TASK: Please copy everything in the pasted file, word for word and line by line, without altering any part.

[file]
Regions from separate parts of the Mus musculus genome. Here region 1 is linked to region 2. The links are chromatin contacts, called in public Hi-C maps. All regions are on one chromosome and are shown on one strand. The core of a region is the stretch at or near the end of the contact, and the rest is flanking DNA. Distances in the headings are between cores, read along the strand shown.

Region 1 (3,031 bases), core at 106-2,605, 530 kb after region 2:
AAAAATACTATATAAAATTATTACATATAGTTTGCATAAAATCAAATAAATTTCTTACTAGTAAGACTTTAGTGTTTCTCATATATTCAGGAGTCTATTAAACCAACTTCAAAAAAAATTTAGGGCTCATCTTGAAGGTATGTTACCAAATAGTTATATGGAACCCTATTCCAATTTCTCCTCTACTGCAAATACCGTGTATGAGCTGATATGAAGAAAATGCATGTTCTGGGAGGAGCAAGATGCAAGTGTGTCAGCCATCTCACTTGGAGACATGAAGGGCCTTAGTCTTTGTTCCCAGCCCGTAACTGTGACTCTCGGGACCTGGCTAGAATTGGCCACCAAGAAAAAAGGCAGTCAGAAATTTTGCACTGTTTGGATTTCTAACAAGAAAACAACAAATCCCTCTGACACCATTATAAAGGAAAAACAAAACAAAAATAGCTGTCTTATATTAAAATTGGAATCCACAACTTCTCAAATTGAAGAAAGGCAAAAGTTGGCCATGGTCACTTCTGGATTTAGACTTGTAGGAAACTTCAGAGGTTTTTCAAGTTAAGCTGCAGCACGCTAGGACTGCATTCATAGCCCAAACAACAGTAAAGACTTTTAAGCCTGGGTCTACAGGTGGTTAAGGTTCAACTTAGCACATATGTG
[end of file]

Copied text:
Regions from separate parts of the Mus musculus genome. Here region 1 is linked to region 2. The links are chromatin contacts, called in public Hi-C maps. All regions are on one chromosome and are shown on one strand. The core of a region is the stretch at or near the end of the contact, and the rest is flanking DNA. Distances in the headings are between cores, read along the strand shown.

Region 1 (3,031 bases), core at 106-2,605, 530 kb after region 2:
AAAAATACTATATAAAATTATTACATATAGTTTGCATAAAATCAAATAAATTTCTTACTAGTAAGACTTTAGTGTTTCTCATATATTCAGGAGTCTATTAAACCAACTTCAAAAAAAATTTAGGGCTCATCTTGAAGGTATGTTACCAAATAGTTATATGGAACCCTATTCCAATTTCTCCTCTACTGCAAATACCGTGTATGAGCTGATATGAAGAAAATGCATGTTCTGGGAGGAGCAAGATGCAAGTGTGTCAGCCATCTCACTTGGAGACATGAAGGGCCTTAGTCTTTGTTCCCAGCCCGTAACTGTGACTCTCGGGACCTGGCTAGAATTGGCCACCAAGAAAAAAGGCAGTCAGAAATTTTGCACTGTTTGGATTTCTAACAAGAAAACAACAAATCCCTCTGACACCATTATAAAGGAAAAACAAAACAAAAATAGCTGTCTTATATTAAAATTGGAATCCACAACTTCTCAAATTGAAGAAAGGCAAAAGTTGGCCATGGTCACTTCTGGATTTAGACTTGTAGGAAACTTCAGAGGTTTTTCAAGTTAAGCTGCAGCACGCTAGGACTGCATTCATAGCCCAAACAACAGTAAAGACTTTTAAGCCTGGGTCTACAGGTGGTTAAGGTTCAACTTAGCACATATGTG